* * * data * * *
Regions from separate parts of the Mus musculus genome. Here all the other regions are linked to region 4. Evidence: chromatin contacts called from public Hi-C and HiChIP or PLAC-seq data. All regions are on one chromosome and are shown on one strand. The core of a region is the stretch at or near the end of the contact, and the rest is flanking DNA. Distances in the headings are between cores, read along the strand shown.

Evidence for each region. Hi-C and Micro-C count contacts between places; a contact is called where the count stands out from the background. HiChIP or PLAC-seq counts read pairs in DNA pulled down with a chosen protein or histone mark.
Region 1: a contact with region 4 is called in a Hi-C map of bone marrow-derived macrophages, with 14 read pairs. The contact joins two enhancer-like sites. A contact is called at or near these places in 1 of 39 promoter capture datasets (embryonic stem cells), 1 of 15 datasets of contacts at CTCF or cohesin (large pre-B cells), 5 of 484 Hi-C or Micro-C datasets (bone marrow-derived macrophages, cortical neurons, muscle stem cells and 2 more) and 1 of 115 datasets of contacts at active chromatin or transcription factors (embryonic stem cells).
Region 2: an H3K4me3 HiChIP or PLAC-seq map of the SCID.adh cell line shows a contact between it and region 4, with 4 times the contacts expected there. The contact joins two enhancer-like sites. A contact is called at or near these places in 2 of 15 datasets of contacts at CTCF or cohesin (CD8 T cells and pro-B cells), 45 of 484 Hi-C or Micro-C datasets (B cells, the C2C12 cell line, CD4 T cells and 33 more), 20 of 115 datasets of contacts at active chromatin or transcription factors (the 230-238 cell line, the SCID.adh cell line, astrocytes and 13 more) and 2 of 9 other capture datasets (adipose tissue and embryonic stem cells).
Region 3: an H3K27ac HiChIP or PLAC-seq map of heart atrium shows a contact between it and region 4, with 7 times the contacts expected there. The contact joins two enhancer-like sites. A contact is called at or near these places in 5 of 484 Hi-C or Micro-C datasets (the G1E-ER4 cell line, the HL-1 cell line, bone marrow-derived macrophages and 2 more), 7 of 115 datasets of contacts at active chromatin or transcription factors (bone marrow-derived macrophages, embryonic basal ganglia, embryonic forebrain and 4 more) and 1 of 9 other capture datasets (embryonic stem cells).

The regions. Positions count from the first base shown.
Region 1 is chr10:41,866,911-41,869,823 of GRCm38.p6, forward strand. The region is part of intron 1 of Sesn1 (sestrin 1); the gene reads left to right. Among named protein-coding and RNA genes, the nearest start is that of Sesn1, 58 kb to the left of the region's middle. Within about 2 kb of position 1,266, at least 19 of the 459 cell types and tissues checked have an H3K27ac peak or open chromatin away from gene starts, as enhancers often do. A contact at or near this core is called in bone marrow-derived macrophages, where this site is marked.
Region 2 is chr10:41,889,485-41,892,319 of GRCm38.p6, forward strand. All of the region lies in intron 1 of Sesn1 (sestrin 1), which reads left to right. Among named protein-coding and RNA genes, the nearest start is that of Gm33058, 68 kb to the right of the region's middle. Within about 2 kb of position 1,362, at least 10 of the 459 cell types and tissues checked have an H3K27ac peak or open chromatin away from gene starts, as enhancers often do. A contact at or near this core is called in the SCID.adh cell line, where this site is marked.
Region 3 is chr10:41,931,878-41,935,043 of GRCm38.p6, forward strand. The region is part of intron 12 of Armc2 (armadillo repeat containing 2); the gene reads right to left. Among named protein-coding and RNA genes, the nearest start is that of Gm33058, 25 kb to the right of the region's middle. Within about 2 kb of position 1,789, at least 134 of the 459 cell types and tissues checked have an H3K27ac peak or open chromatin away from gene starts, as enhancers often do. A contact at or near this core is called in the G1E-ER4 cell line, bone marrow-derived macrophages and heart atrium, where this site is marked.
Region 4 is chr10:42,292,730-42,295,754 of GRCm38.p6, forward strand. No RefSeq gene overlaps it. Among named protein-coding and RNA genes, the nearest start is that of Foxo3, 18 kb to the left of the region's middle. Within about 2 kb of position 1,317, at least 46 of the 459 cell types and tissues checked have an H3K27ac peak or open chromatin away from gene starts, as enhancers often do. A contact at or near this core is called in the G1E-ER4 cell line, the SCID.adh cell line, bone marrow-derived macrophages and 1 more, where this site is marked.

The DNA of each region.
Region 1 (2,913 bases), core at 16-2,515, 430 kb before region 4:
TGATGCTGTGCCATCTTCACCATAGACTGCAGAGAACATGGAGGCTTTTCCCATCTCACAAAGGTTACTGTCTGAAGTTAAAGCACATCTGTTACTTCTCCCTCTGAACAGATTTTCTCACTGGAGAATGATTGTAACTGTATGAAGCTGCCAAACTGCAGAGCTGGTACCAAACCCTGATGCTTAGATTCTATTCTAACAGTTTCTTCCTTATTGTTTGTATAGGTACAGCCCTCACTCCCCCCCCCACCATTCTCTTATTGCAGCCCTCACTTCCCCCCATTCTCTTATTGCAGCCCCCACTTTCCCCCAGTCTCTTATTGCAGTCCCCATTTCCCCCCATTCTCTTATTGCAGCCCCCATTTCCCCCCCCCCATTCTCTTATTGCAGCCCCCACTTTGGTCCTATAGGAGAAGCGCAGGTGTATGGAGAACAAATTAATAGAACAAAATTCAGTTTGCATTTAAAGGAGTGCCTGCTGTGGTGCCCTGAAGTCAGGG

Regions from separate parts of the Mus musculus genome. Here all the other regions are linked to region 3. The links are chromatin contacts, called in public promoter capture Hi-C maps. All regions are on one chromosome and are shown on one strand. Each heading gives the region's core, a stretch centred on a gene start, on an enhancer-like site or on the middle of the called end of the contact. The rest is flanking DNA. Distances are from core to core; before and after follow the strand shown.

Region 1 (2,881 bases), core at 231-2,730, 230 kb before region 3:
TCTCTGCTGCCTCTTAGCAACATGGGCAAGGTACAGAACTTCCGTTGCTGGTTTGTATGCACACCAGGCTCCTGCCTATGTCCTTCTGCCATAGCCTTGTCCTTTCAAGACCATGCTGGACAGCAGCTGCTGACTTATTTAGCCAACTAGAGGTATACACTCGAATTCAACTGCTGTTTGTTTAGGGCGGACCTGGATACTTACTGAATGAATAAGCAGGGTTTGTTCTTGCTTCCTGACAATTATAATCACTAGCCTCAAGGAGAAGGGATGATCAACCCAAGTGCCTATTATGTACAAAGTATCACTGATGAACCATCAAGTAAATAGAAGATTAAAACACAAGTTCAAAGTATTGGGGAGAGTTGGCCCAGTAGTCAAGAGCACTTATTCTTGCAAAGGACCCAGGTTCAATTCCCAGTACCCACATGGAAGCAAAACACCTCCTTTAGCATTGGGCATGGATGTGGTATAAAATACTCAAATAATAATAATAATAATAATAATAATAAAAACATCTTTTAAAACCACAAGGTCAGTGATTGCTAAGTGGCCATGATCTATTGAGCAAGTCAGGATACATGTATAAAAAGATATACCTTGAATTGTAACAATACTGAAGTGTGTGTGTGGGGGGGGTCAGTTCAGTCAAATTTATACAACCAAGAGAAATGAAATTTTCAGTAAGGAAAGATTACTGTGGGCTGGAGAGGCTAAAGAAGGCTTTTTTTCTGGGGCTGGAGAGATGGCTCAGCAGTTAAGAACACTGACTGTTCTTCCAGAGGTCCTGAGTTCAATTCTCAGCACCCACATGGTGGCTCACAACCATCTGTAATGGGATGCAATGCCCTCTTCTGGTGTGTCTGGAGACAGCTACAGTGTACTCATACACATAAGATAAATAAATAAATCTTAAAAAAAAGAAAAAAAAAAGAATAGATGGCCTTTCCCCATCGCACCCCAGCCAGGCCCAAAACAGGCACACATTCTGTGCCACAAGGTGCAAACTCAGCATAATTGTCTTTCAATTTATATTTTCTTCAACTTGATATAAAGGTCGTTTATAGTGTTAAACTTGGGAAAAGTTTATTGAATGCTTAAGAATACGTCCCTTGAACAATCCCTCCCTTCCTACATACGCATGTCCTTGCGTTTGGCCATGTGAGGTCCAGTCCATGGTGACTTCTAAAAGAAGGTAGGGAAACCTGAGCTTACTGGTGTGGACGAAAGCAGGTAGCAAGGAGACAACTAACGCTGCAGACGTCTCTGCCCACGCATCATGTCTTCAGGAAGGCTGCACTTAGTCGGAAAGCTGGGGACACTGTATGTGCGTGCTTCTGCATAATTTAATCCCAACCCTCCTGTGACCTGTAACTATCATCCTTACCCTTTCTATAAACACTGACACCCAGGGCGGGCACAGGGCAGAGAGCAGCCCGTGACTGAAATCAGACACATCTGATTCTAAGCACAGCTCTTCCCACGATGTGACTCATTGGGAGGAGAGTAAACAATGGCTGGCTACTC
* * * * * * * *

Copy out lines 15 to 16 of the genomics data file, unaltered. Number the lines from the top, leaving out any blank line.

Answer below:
Region 1 (2,881 bases), core at 231-2,730, 230 kb before region 3:
TCTCTGCTGCCTCTTAGCAACATGGGCAAGGTACAGAACTTCCGTTGCTGGTTTGTATGCACACCAGGCTCCTGCCTATGTCCTTCTGCCATAGCCTTGTCCTTTCAAGACCATGCTGGACAGCAGCTGCTGACTTATTTAGCCAACTAGAGGTATACACTCGAATTCAACTGCTGTTTGTTTAGGGCGGACCTGGATACTTACTGAATGAATAAGCAGGGTTTGTTCTTGCTTCCTGACAATTATAATCACTAGCCTCAAGGAGAAGGGATGATCAACCCAAGTGCCTATTATGTACAAAGTATCACTGATGAACCATCAAGTAAATAGAAGATTAAAACACAAGTTCAAAGTATTGGGGAGAGTTGGCCCAGTAGTCAAGAGCACTTATTCTTGCAAAGGACCCAGGTTCAATTCCCAGTACCCACATGGAAGCAAAACACCTCCTTTAGCATTGGGCATGGATGTGGTATAAAATACTCAAATAATAATAATAATAATAATAATAATAAAAACATCTTTTAAAACCACAAGGTCAGTGATTGCTAAGTGGCCATGATCTATTGAGCAAGTCAGGATACATGTATAAAAAGATATACCTTGAATTGTAACAATACTGAAGTGTGTGTGTGGGGGGGGTCAGTTCAGTCAAATTTATACAACCAAGAGAAATGAAATTTTCAGTAAGGAAAGATTACTGTGGGCTGGAGAGGCTAAAGAAGGCTTTTTTTCTGGGGCTGGAGAGATGGCTCAGCAGTTAAGAACACTGACTGTTCTTCCAGAGGTCCTGAGTTCAATTCTCAGCACCCACATGGTGGCTCACAACCATCTGTAATGGGATGCAATGCCCTCTTCTGGTGTGTCTGGAGACAGCTACAGTGTACTCATACACATAAGATAAATAAATAAATCTTAAAAAAAAGAAAAAAAAAAGAATAGATGGCCTTTCCCCATCGCACCCCAGCCAGGCCCAAAACAGGCACACATTCTGTGCCACAAGGTGCAAACTCAGCATAATTGTCTTTCAATTTATATTTTCTTCAACTTGATATAAAGGTCGTTTATAGTGTTAAACTTGGGAAAAGTTTATTGAATGCTTAAGAATACGTCCCTTGAACAATCCCTCCCTTCCTACATACGCATGTCCTTGCGTTTGGCCATGTGAGGTCCAGTCCATGGTGACTTCTAAAAGAAGGTAGGGAAACCTGAGCTTACTGGTGTGGACGAAAGCAGGTAGCAAGGAGACAACTAACGCTGCAGACGTCTCTGCCCACGCATCATGTCTTCAGGAAGGCTGCACTTAGTCGGAAAGCTGGGGACACTGTATGTGCGTGCTTCTGCATAATTTAATCCCAACCCTCCTGTGACCTGTAACTATCATCCTTACCCTTTCTATAAACACTGACACCCAGGGCGGGCACAGGGCAGAGAGCAGCCCGTGACTGAAATCAGACACATCTGATTCTAAGCACAGCTCTTCCCACGATGTGACTCATTGGGAGGAGAGTAAACAATGGCTGGCTACTC